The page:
From Geraldine to Jericho

Friday 21 April 2017

Dr Alfred Charles Barker (1819–1873) was a surgeon on board the 'Charlotte Jane', the first of the Canterbury Association ships to arrive in Lyttelton on 16 December 1850. An amateur photographer, he created some of Canterbury’s earliest photographs.

Thanks to the generosity of Dr Barker’s descendants, Canterbury Museum holds hundreds of Barker's photographic prints, negatives and albums, along with family letters and diaries written on board the 'Charlotte Jane' and unique family memorabilia.

A new book, 'From Geraldine to Jericho' tells the story, through letters and diaries, of Dr Barker’s grandson John who served in the Great War. The book is edited and published by John’s grandson, Paul S Barker. Paul writes:

John Studholme Barker left his farm at Four Peaks near Geraldine in August 1914 to join the Canterbury Mounted Rifles. For the next five years he served in a long and bloody campaign against the Ottoman Turks which took him to Gallipoli and throughout the Middle East. He was part of the last contingent of New Zealand troops to return to New Zealand in September 1919.

The Middle East campaign is a little-known chapter of the Great War, despite more than 500 New Zealanders losing their lives. Fortunately, John left a rich collection of letters, diary notes, maps and over 1,000 photographs many of which he had taken himself. John had a strong eye for detail and, as an officer, got a great view of the campaign with all its trials and tribulations.

Ch6 8 1202

John’s horse, Dodger held by fellow Canterbury Mounted Rifles trooper Tom Stapleton in Palestine 1917

The horses of the Canterbury Mounted Rifles were central to the Regiment’s identity and formed a very strong bond with their riders. John took two of his own horses to the Great War, both of which were probably put down. After Turkey surrendered in October 1918, 2,500 New Zealand horses were still in service in the Middle East. Despite their long and faithful service only one of these New Zealand horses made it home.

After the war’s end New Zealand’s mounted troops remained in the Middle East. In late 1918, John and a contingent from the Canterbury Mounted Rifles revisited the Gallipoli battlefields with the difficult task of burying the remains of their fallen comrades. They then went back to Egypt in early 1919 to suppress nationalistic riots. It was indeed a long war for the men from New Zealand, particularly John who left with the first contingent in 1914.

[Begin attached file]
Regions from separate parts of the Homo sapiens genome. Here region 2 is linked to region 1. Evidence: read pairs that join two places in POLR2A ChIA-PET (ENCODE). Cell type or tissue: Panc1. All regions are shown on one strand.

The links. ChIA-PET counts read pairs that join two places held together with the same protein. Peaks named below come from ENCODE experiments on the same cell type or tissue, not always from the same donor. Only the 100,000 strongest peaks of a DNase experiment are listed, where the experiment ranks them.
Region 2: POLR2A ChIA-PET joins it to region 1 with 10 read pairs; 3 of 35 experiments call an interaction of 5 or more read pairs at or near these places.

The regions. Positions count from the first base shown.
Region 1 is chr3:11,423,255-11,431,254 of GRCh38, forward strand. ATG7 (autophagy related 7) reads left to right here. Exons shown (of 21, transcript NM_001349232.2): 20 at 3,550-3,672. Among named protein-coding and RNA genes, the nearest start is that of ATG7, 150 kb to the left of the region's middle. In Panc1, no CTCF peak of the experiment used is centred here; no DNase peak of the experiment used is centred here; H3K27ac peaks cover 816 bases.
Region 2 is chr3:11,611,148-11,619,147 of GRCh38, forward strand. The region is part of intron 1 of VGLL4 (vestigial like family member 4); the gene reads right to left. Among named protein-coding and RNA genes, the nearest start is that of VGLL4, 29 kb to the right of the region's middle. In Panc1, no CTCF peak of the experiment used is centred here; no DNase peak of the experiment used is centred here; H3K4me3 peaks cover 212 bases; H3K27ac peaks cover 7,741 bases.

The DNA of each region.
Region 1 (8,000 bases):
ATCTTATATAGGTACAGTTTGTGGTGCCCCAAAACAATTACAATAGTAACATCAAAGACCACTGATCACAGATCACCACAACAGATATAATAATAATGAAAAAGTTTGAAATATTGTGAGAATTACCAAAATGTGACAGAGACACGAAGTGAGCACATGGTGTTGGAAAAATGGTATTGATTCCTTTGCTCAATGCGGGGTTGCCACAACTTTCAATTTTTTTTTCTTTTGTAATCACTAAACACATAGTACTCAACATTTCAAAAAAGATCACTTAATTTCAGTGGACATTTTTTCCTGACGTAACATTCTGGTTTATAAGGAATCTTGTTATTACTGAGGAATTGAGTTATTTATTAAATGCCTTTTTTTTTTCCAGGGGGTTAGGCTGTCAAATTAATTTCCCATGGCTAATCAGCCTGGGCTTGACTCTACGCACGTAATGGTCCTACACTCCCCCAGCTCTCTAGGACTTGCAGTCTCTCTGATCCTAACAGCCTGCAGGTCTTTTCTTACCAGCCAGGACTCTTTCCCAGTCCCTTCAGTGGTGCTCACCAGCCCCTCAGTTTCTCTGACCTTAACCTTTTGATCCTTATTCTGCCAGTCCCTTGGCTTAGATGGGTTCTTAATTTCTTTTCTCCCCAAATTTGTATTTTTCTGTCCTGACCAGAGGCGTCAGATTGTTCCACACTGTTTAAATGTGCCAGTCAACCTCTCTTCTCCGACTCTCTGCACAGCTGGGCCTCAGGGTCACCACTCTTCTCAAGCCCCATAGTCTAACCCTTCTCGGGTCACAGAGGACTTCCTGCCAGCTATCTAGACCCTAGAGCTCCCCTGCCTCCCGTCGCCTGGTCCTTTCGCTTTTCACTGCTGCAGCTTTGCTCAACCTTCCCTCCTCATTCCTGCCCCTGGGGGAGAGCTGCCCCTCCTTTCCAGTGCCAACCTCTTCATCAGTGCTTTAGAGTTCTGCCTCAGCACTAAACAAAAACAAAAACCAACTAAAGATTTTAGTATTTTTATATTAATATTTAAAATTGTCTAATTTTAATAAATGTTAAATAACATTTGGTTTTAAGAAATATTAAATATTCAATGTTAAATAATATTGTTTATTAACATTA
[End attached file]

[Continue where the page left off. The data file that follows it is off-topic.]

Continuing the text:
Ch5 34 1201

Captain John Barker, Palestine 1917

This was a war that truly shaped a generation. John’s letters tell of many Canterbury Mounted Rifles horsemen who fell or were sick or wounded. In his own family of eight, five of his siblings also served in the Great War including his brother Paul who lost his life at Passchendaele in October 1917.

As we commemorate the centenary of the Great War From Geraldine to Jericho provides a fitting tribute to the New Zealand men and their horses who served in the Middle East. From Geraldine to Jericho: John Barker and the Great War is self-published by Paul S Barker and can be downloaded here. Copies are available from the Museum Store for a limited period.

Ch10 2 1200

Medallion presented to Major John Barker from the residents of Woodbury after his return in 1919


Banner image: John Barker (right) and his brother Roland ride to war in August 1914


Get the latest to your inbox

Sign up now to receive the Museum's latest blog posts and e newsletters.

More blog posts

175 Aurora Australis pencil drawing crop

Fantastical Life in Antarctic Wonderland

Tue, 28 Mar 2017

In the winter of 1908, Antarctic explorer Douglas Mawson wrote a fantastic sci-fi story in which explorers descend into an...
2008 127 918 Group playing croquet

A Respectable Sport

Thu, 02 Apr 2020

Croquet became extremely popular in New Zealand in the 1860s, partly because it was a sport where men and women...
AP043 181004

Sorting Out 153 Years of Collecting

Wed, 06 May 2020

The Museum's Collections Inventory team is sorting through millions of objects collected over 153 years.
Jump to accessibilty navigation